Appendix 3: Business risk quantification

Lutz Baumgarten

Typically, business risk is referred to as “the risk of volumes decreasing or margins shrinking with no opportunity to offset the revenue decline with a reduction in costs”. Business risk factors include a competitive environment, the macroeconomic environment, political risks, new product risks, strategic risks, reputational risks, regulatory risks, legal risks, tax risks and IT risks. Business risk quantification completes the universe of risks for capital requirement estimation and financial planning, and can be implemented with the help of a scenario-based approach (SBA), as explained in this appendix.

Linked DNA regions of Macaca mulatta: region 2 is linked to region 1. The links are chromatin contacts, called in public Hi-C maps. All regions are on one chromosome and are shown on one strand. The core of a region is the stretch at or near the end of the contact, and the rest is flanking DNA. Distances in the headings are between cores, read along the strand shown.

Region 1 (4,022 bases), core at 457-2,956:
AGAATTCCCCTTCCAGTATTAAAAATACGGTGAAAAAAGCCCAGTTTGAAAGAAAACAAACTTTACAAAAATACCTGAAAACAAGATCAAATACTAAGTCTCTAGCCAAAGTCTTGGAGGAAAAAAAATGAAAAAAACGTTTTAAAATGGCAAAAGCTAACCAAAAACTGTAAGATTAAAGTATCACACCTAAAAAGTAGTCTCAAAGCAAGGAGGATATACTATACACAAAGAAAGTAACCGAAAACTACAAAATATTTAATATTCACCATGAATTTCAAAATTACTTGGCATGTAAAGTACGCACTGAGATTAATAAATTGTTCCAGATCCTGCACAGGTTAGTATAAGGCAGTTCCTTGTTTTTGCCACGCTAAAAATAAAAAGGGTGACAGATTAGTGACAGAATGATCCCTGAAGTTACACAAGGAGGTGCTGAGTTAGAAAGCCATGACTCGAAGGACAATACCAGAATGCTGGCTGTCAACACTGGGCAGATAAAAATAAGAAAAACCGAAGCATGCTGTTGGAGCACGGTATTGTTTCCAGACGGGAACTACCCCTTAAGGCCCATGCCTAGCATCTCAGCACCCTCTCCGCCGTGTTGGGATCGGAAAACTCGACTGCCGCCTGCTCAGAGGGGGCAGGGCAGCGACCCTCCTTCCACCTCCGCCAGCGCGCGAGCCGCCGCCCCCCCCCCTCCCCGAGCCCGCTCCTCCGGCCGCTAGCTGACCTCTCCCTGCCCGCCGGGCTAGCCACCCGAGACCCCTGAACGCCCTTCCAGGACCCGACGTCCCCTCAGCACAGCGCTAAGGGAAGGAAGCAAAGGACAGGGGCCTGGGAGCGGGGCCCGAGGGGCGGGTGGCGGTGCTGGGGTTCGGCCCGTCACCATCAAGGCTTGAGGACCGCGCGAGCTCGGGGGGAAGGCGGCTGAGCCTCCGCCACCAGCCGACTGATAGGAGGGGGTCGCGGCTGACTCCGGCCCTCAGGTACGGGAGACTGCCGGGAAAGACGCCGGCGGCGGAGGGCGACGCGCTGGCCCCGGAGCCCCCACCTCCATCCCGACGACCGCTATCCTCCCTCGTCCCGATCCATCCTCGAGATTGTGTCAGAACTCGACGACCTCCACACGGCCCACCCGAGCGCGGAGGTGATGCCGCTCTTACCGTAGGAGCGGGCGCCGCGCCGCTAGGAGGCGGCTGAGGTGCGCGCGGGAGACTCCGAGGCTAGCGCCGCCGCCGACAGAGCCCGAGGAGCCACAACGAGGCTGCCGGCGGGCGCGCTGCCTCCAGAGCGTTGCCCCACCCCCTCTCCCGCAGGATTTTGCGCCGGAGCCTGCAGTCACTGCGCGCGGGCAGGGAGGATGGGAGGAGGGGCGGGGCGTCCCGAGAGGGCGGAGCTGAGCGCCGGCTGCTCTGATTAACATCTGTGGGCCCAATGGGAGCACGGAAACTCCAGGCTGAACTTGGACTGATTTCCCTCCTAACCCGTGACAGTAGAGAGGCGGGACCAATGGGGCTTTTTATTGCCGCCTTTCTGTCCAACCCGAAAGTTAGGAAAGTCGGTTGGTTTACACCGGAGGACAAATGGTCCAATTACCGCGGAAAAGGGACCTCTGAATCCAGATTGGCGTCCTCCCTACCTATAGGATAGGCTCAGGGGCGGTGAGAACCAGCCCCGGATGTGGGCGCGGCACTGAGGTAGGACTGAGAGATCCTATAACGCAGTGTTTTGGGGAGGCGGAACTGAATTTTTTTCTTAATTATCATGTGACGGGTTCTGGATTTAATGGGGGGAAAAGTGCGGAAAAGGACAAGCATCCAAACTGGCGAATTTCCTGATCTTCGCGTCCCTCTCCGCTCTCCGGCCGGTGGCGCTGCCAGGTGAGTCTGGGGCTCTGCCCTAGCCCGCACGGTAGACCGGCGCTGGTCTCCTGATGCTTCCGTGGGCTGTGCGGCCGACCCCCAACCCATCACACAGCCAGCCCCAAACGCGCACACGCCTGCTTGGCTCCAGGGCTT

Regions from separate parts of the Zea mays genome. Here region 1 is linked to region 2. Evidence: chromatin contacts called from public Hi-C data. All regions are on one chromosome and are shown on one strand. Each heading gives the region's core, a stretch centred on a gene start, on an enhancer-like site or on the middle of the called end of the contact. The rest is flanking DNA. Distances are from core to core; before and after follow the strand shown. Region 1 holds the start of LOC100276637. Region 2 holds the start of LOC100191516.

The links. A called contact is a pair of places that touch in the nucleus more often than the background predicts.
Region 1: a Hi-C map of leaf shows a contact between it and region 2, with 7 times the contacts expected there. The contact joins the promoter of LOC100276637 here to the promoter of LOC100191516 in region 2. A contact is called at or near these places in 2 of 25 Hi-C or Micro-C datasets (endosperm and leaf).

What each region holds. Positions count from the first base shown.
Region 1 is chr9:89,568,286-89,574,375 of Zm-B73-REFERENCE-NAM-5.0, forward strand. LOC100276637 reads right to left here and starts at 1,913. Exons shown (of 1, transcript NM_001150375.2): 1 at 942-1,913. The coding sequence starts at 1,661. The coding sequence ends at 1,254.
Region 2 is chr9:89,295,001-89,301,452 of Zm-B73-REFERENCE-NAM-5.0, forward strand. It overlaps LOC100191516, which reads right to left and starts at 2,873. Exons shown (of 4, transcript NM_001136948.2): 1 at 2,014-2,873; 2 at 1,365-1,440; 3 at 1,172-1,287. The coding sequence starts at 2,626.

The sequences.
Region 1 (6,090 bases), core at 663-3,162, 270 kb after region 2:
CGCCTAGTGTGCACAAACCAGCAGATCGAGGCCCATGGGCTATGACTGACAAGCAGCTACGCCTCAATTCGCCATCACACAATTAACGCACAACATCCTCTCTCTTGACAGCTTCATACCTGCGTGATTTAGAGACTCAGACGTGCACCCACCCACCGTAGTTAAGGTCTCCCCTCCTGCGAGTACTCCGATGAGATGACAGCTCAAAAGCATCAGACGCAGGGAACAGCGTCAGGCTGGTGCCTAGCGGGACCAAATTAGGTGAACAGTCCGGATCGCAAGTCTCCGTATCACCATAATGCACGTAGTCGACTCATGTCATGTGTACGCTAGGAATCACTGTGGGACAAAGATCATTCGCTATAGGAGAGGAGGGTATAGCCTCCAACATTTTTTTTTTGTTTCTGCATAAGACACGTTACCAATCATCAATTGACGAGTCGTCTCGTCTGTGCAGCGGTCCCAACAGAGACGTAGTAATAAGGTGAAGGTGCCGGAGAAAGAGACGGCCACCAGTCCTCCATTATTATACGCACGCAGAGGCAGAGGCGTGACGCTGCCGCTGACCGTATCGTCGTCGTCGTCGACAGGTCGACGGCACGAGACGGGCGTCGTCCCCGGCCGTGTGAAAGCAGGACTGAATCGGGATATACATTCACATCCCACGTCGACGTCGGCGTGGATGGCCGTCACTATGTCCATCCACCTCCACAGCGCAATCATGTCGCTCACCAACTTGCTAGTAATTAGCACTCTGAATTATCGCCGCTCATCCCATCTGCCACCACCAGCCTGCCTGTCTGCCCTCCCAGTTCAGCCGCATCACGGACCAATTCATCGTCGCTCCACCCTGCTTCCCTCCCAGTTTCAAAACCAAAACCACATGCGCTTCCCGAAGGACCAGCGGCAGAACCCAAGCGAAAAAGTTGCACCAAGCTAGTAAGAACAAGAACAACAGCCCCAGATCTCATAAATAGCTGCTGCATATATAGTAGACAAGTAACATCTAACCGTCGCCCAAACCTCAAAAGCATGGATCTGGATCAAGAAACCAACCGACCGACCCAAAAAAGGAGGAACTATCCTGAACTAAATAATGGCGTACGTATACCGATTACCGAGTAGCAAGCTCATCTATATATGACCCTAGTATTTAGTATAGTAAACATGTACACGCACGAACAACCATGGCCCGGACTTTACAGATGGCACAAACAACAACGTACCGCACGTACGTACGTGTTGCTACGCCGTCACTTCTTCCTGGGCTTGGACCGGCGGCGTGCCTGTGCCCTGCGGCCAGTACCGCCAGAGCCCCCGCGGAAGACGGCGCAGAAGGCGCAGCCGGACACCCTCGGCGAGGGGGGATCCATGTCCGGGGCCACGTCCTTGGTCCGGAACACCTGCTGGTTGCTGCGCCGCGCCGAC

Historically, the development of formal risk quantification processes and corresponding capital estimations has been driven by the availability of data for quantification and the effectiveness of the risk management actions derived from the risk quantification metrics, rather than the risk potential impact on shareholder value. Market risk quantification started to be widely adopted in the late 1980s, facilitated by RiskMetrics methods. Market risk data is the most plentiful, and risk management can be performed easily by buying and selling securities and derivatives in

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